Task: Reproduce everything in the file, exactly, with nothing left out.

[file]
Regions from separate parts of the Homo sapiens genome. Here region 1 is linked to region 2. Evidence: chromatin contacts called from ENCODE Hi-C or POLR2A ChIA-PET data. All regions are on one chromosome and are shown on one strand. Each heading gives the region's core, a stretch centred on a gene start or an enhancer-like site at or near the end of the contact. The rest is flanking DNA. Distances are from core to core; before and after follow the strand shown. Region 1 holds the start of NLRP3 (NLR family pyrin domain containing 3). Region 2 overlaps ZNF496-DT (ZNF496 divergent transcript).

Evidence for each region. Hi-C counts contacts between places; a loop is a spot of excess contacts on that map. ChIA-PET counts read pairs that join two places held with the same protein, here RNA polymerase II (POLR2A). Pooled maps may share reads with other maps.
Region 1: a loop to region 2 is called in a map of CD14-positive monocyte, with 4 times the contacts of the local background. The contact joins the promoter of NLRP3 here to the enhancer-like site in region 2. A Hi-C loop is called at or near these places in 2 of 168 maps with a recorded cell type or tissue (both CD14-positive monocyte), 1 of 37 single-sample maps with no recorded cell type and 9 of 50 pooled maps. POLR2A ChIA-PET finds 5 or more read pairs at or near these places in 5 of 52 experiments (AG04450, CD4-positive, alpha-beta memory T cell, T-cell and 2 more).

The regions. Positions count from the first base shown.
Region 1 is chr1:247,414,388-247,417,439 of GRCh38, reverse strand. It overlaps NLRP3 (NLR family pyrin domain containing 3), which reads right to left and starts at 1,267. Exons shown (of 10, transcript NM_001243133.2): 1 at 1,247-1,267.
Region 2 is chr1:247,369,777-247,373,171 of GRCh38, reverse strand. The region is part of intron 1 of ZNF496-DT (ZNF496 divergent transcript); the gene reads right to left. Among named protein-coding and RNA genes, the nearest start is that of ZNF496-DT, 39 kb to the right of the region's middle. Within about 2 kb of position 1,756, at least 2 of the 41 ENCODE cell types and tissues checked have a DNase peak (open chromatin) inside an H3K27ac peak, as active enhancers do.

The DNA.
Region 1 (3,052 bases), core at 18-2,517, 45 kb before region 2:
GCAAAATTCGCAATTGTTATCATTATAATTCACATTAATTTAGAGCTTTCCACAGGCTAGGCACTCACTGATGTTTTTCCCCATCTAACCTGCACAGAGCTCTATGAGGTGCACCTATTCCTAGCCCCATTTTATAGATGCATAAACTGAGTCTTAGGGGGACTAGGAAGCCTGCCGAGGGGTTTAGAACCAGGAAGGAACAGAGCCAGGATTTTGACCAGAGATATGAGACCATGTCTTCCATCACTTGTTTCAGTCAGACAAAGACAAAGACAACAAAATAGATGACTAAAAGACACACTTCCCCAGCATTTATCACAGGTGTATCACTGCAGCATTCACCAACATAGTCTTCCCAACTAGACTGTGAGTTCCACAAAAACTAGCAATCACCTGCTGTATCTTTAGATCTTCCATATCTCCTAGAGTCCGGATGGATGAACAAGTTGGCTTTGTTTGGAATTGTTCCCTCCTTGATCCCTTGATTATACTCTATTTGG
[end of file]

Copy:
Regions from separate parts of the Homo sapiens genome. Here region 1 is linked to region 2. Evidence: chromatin contacts called from ENCODE Hi-C or POLR2A ChIA-PET data. All regions are on one chromosome and are shown on one strand. Each heading gives the region's core, a stretch centred on a gene start or an enhancer-like site at or near the end of the contact. The rest is flanking DNA. Distances are from core to core; before and after follow the strand shown. Region 1 holds the start of NLRP3 (NLR family pyrin domain containing 3). Region 2 overlaps ZNF496-DT (ZNF496 divergent transcript).

Evidence for each region. Hi-C counts contacts between places; a loop is a spot of excess contacts on that map. ChIA-PET counts read pairs that join two places held with the same protein, here RNA polymerase II (POLR2A). Pooled maps may share reads with other maps.
Region 1: a loop to region 2 is called in a map of CD14-positive monocyte, with 4 times the contacts of the local background. The contact joins the promoter of NLRP3 here to the enhancer-like site in region 2. A Hi-C loop is called at or near these places in 2 of 168 maps with a recorded cell type or tissue (both CD14-positive monocyte), 1 of 37 single-sample maps with no recorded cell type and 9 of 50 pooled maps. POLR2A ChIA-PET finds 5 or more read pairs at or near these places in 5 of 52 experiments (AG04450, CD4-positive, alpha-beta memory T cell, T-cell and 2 more).

The regions. Positions count from the first base shown.
Region 1 is chr1:247,414,388-247,417,439 of GRCh38, reverse strand. It overlaps NLRP3 (NLR family pyrin domain containing 3), which reads right to left and starts at 1,267. Exons shown (of 10, transcript NM_001243133.2): 1 at 1,247-1,267.
Region 2 is chr1:247,369,777-247,373,171 of GRCh38, reverse strand. The region is part of intron 1 of ZNF496-DT (ZNF496 divergent transcript); the gene reads right to left. Among named protein-coding and RNA genes, the nearest start is that of ZNF496-DT, 39 kb to the right of the region's middle. Within about 2 kb of position 1,756, at least 2 of the 41 ENCODE cell types and tissues checked have a DNase peak (open chromatin) inside an H3K27ac peak, as active enhancers do.

The DNA.
Region 1 (3,052 bases), core at 18-2,517, 45 kb before region 2:
GCAAAATTCGCAATTGTTATCATTATAATTCACATTAATTTAGAGCTTTCCACAGGCTAGGCACTCACTGATGTTTTTCCCCATCTAACCTGCACAGAGCTCTATGAGGTGCACCTATTCCTAGCCCCATTTTATAGATGCATAAACTGAGTCTTAGGGGGACTAGGAAGCCTGCCGAGGGGTTTAGAACCAGGAAGGAACAGAGCCAGGATTTTGACCAGAGATATGAGACCATGTCTTCCATCACTTGTTTCAGTCAGACAAAGACAAAGACAACAAAATAGATGACTAAAAGACACACTTCCCCAGCATTTATCACAGGTGTATCACTGCAGCATTCACCAACATAGTCTTCCCAACTAGACTGTGAGTTCCACAAAAACTAGCAATCACCTGCTGTATCTTTAGATCTTCCATATCTCCTAGAGTCCGGATGGATGAACAAGTTGGCTTTGTTTGGAATTGTTCCCTCCTTGATCCCTTGATTATACTCTATTTGG